Economists are saying the drought is causing the biggest decline in cattle numbers in Texas history. It's estimated cow numbers have dropped by 600,000 across the state, and as a result beef prices will rise next year.
"It was a challenging year for sure," said Idalou rancher Randy McGee. "It was tough all the way around. There was a shortage of hay just as there was a shortage of grass. Prices of hay were through the roof this year."
McGee has been raising cattle for 15 years, but this year was especially hard on him and his ranching buddies. "Farmers and ranchers simply didn't have the feed to provide the cattle so they've been forced to sell them earlier and in some cases liquidate their herds altogether," he said.
Since the first of the year there's been a 12% decrease in the 5 million cattle in Texas. While some were moved out of state, most were sold into feedlots waiting for slaughter.
"Just looking around in this area and the South Plains where cattle used to be, you just don't see them anymore. I think that the people who do have them it will be a wise investment in the future," said McGee.
With fewer cattle, come higher beef prices. It's estimated beef prices will jump 5.5% next year because of the shortage. "There's not expected to be as many beef numbers on hand for the next couple of years. It'll take several years for those herds to come back," said McGee. "Simple supply and demand: There'll be less beef and still high demand for it so in turn you'll see higher prices for it in the future."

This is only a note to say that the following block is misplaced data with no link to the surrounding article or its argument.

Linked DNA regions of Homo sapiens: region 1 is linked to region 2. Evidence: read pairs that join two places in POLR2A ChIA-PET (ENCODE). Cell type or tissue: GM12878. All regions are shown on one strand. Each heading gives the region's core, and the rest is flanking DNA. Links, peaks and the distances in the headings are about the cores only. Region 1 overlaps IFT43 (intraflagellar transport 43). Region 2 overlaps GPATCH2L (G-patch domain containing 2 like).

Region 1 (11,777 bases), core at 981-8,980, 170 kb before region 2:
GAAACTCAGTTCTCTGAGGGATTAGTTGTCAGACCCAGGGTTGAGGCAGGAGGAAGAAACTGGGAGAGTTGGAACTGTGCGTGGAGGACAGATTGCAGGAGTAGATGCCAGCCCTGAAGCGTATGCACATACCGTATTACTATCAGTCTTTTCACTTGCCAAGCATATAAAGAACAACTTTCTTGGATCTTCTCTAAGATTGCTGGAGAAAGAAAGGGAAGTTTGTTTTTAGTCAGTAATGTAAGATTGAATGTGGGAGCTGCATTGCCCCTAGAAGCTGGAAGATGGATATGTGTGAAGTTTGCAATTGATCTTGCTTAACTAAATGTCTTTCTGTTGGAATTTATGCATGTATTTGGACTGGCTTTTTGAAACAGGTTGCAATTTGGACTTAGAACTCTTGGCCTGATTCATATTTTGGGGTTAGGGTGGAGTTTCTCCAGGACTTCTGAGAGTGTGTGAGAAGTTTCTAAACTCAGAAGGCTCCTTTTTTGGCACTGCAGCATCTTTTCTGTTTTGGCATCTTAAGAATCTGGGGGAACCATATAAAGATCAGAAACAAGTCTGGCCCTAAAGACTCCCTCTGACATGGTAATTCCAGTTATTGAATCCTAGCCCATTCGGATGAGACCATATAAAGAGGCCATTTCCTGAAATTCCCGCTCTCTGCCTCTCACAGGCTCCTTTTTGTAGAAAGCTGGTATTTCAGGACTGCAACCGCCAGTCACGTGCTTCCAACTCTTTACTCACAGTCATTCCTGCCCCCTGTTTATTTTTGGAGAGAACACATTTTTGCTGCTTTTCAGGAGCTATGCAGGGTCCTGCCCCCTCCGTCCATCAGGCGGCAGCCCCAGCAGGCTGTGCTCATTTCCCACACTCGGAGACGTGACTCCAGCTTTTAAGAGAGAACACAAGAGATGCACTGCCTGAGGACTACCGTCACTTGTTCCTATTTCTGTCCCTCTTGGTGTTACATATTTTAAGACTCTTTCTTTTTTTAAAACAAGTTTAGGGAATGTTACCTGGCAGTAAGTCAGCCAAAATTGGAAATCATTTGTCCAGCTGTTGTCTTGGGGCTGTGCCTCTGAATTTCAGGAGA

Even when the drought dies down, the rancher woes won't be gone as they try to replenish their liquidated herds. "When pastures start coming back ranchers will be looking for cattle. It's going to make the prices go up on them and they'll be very expensive to get the cattle back to where a rancher can get back I the cow calf operation again," he said.
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